The idea of sanskaar is ever-present in Indian cinema.

In colonial India, the censors also had another job: making sure that films weren’t political. Films that depicted independence movements or were nationalistic in nature were often banned by the censor board. Anything from Gandhi to revolution was not allowed to be shown on Indian screens. A repeat of the same is what the Cinematograph (Amendment) Act, 2021 is offering where political films and movies critical of the BJP or the state will face increased censorship or bans.

Political Films In Independent India

It is not like political films aren’t banned under just the CBFC, as members of this board can have political motivations and leanings. One such example is ‘Aakrosh’, a 2003 25-minute documentary on the Gujarat riots that was banned as it showed the government and the police in a bad light. These politically motivated decisions do take place in modern India but are not the norm. The Indian film Censors have become more concerned about “Indian Sanskaar” and conservative morality than the politics that governed censorship decisions in Colonial India.

Where the amendment comes in is that it makes the government the last say on whether a film will get its certification or not. This opens up a whole new host of threats to freedom of expression as the BJP can use this to censor films that criticize it or its conduct. Hypothetically, film certification and what we see on our screens can also become a part of vote-bank politics. For Example, if Deepika Padukone starrer Padmavati is released today and faces flak from caste-Rajput and Hindu groups, the government could revoke its certification to appease these groups.

However, this is a hypothetical aspect, the danger to freedom of expression that this amendment offers is that of the government

A) holding up “sanskaari ideals” in films in addition to the Censorship Board.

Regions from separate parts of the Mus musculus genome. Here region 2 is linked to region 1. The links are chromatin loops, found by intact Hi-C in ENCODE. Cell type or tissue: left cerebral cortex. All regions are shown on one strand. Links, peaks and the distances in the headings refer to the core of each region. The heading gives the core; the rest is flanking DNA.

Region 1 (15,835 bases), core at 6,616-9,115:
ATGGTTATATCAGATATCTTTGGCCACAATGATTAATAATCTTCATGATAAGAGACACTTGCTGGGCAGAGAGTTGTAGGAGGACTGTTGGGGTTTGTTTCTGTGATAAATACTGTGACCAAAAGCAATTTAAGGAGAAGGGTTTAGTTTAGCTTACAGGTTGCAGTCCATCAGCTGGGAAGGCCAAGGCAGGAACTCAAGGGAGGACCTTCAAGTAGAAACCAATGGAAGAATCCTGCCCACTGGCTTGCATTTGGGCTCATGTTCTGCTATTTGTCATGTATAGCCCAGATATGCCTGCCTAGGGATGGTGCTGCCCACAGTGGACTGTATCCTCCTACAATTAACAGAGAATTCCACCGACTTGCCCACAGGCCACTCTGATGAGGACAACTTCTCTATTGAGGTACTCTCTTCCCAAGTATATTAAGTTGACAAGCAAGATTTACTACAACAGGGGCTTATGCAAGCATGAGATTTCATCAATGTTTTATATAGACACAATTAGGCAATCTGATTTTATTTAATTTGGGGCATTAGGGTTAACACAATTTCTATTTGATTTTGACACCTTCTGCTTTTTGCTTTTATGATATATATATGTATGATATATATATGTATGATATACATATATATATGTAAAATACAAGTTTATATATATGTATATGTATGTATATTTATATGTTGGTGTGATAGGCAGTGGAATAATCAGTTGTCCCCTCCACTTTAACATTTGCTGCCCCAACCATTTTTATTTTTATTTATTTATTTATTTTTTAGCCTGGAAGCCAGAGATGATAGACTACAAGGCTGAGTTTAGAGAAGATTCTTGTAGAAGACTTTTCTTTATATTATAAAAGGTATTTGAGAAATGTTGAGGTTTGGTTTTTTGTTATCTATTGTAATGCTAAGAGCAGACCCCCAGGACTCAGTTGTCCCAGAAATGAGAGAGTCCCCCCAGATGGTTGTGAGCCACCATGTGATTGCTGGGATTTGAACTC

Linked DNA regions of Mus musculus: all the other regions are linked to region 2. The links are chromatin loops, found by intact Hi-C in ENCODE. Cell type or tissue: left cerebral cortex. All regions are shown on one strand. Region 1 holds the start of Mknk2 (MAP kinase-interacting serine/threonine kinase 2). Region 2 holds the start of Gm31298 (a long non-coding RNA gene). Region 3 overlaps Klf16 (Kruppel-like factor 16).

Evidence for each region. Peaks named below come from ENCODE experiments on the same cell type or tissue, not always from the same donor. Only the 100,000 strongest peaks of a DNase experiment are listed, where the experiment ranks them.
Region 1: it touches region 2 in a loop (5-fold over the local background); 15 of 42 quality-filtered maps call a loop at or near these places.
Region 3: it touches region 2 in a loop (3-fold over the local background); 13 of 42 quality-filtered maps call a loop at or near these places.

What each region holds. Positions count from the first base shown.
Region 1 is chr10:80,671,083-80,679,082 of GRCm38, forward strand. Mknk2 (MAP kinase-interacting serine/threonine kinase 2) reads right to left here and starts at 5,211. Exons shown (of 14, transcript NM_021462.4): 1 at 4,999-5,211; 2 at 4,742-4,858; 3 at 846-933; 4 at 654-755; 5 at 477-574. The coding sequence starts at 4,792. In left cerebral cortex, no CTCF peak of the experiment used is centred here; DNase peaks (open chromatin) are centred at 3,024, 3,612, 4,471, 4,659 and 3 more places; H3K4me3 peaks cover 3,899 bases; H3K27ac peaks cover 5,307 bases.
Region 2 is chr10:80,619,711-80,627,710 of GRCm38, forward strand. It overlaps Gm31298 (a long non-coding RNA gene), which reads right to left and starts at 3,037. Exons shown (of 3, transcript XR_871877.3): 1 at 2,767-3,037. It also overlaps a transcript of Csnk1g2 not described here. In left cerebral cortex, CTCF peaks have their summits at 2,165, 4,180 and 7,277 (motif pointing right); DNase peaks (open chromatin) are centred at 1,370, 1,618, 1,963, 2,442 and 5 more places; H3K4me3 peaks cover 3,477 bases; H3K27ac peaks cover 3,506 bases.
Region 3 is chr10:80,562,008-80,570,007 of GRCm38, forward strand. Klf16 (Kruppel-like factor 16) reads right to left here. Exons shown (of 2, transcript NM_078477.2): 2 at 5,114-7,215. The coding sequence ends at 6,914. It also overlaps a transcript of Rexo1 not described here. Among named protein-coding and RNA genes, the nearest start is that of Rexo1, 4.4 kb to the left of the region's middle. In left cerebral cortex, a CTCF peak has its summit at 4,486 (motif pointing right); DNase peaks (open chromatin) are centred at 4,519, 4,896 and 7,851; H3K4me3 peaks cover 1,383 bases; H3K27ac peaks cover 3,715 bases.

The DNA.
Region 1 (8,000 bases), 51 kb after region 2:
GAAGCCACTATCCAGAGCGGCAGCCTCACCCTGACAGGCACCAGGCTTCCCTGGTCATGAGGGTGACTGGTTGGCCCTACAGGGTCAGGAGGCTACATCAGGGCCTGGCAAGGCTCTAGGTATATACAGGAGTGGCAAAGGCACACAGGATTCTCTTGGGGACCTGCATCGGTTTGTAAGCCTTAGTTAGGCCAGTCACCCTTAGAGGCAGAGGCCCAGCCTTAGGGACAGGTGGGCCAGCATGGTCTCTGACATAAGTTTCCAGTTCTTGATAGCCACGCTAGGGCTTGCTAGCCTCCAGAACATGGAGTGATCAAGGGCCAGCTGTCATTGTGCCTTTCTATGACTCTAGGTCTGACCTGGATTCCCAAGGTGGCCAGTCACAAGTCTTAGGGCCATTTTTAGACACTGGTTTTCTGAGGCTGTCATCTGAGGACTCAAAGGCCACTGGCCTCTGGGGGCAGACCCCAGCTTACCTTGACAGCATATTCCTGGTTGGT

B) The banning of films and documentaries critical of the ruling party, its ideas, and functioning in crises.

What Do Filmmakers Think?

Indian filmmakers like Shabana Azmi, among 1000s of others, have publically spoken out against the amendment.

Directors, producers, and actors have come out en-masse to oppose this amendment, citing their concerns around freedom of speech and expression. 1400 filmmakers including Anurag Kashyap, Hansal Mehta, Vetri Maaran, Nandita Das, Shabana Azmi, Farhan Akhtar, Zoya Akhtar, and Dibakar Banerjee have sent an open letter to the Information And Broadcasting Ministry opposing the proposed move citing that it will “endanger freedom of expression and democratic dissent.”

Sudhir Mishra, who directed ‘Hazaar Khwaishon Aisi‘, wrote that the amendment will make filmmaking impossible.

When filmmakers who have had to toe the line of the “sanskaari” Censor Board have come out vehemently against this amendment, it just shows the effect that it will have if it gets approved. In 2021, India, historically known for regressive film censorship, is regressing even more under the BJP. Under broader attacks to control critical thinking in our educational institutions, social media, and journalism, the Cinematograph (Amendment) Act is yet another shot by the government against ailing freedom of expression in our country.

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Let’s Talk Period aims to change this by

Find out more about her campaign here.